Day 22: Long Haul to South Dakota

Today was D-Day, and by that I mean the sad departure from the Four Seasons.  The bellman took down our luggage and I was just relieved my stuffed outside suitcase pocket didn’t burst open and spill out the contents all over the lobby floor, which were all random soaps I’ve collected on this trip and, of course, every last L’Occitane product from the room.  That would have been a bit embarrassing, even for a gal clutching her plastic WWF luggage.

I’d like to take a moment to thank our dear friends J & J, who helped make this extravagant and highly memorable stay possible.  It was an amazing gift and we enjoyed every single moment.  As a matter of fact, when we were in the car and rolling away from the hotel, Jim commented that he doesn’t think anyone else on the planet enjoys the Four Seasons (and every last amenity) as much as I do.  So thank you, thank you, thank you.

We headed back onto I-70 eastbound, back up and over Vail Pass and then Loveland Pass, which was a wicked 11,990 feet.  A lot of the snow had been cleared but it was still coming down, making for icy and slushy conditions.  Jim once again did a great job and soon we were coming out of the Rockies and back down to more suitable elevations.  It really felt good to have our feet back on the ground after being lofted into the sky for a few days.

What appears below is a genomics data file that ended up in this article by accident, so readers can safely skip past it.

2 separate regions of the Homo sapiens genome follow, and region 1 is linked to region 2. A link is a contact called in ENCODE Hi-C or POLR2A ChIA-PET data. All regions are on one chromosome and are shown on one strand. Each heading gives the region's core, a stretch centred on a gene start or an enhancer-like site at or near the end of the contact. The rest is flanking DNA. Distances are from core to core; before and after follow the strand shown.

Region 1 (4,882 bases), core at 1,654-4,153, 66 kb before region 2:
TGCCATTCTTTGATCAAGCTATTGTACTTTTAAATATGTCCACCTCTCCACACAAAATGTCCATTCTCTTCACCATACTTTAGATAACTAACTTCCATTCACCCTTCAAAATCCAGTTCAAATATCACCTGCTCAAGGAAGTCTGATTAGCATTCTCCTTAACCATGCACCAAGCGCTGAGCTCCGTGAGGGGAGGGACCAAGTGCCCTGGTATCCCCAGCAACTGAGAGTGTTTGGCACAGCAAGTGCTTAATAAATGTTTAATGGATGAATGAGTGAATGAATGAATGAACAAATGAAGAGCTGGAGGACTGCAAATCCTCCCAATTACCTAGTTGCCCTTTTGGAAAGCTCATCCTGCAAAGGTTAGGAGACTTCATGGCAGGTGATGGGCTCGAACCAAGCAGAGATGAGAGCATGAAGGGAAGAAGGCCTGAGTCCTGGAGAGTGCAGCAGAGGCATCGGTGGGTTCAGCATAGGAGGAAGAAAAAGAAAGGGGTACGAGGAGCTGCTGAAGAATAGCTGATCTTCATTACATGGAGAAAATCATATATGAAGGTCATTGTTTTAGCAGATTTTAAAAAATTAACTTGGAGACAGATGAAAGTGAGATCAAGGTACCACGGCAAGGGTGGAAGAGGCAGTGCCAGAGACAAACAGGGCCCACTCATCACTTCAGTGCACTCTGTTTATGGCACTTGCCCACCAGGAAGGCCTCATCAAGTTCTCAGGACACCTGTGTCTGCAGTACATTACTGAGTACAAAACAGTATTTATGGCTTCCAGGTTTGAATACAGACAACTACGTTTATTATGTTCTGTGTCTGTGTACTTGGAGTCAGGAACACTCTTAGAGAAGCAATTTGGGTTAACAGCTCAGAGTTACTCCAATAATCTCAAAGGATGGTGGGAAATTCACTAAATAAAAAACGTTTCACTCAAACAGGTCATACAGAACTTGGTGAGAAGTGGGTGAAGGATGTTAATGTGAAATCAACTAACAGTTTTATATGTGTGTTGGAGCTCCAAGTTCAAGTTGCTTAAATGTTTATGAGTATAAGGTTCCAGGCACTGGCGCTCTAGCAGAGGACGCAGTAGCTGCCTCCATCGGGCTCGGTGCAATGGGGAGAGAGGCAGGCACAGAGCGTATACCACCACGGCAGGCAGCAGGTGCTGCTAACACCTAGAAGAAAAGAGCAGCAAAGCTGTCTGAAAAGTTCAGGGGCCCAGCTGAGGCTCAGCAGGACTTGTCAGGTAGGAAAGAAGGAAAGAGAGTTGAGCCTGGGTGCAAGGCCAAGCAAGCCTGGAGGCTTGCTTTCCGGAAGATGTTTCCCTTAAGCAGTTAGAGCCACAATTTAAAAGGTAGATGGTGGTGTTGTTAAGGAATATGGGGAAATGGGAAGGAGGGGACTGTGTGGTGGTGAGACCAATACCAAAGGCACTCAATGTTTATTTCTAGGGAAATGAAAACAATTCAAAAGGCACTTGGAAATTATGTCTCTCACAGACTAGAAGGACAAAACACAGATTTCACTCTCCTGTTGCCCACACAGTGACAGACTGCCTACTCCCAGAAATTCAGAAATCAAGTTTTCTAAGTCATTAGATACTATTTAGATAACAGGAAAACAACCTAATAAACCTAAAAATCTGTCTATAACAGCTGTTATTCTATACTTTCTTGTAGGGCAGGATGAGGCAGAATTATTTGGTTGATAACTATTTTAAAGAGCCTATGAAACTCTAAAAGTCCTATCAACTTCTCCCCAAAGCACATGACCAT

The route we drove to get us to the Black Hills area of South Dakota took us up the far eastern edge of Wyoming for a good distance.  WY is only missing the ‘H’ to ask the question on everyone’s mind:  why live here?  Oh, surely I jest, I’m sure it’s rife with lovely qualities, but you can definitely tell it is the least populated state in the Union.  We would drive for loooooong stretches of road without seeing a house, a town, or even cattle.  It was nothing but tumbleweeds as far as the eye could see.

Speaking of tumbleweeds, wind speeds today reached 40 mph along the corridor we drove and we saw a fair amount of tumbleweeds blowing across the road and over fences without abandon.  This brought about a whole new set of questions, such as Where do they go?  I mean, I’ve never seen any in Washington, DC, so they must reach their demise well before that.  But where?  Is there a huge tumbleweed pileup problem east of Wyoming?  Is there a tumbleweed season?  Very perplexing, these tumbleweeds.

We continued on through Wyoming, cutting east through a county that appeared on the map to have more unpaved roads than paved roads.  That is the county I’d like to be in charge of, as you could probably make a homemade apple pie for each of your constituents and win the election handily.

As we headed east into South Dakota we could see for miles and miles and I’m pretty sure on a clear day you can see Chicago, too.  Eventually we made it to Hot Springs, SD, a town in the southern portion of the Black Hills.  We checked into the Best Western Sundowner Inn and put together our plan for the next day, as our trip is winding down and we need to maximize our sightseeing.  This was a sobering thought, but we plan on making the most of the time we have left and proceed along making memory after memory.

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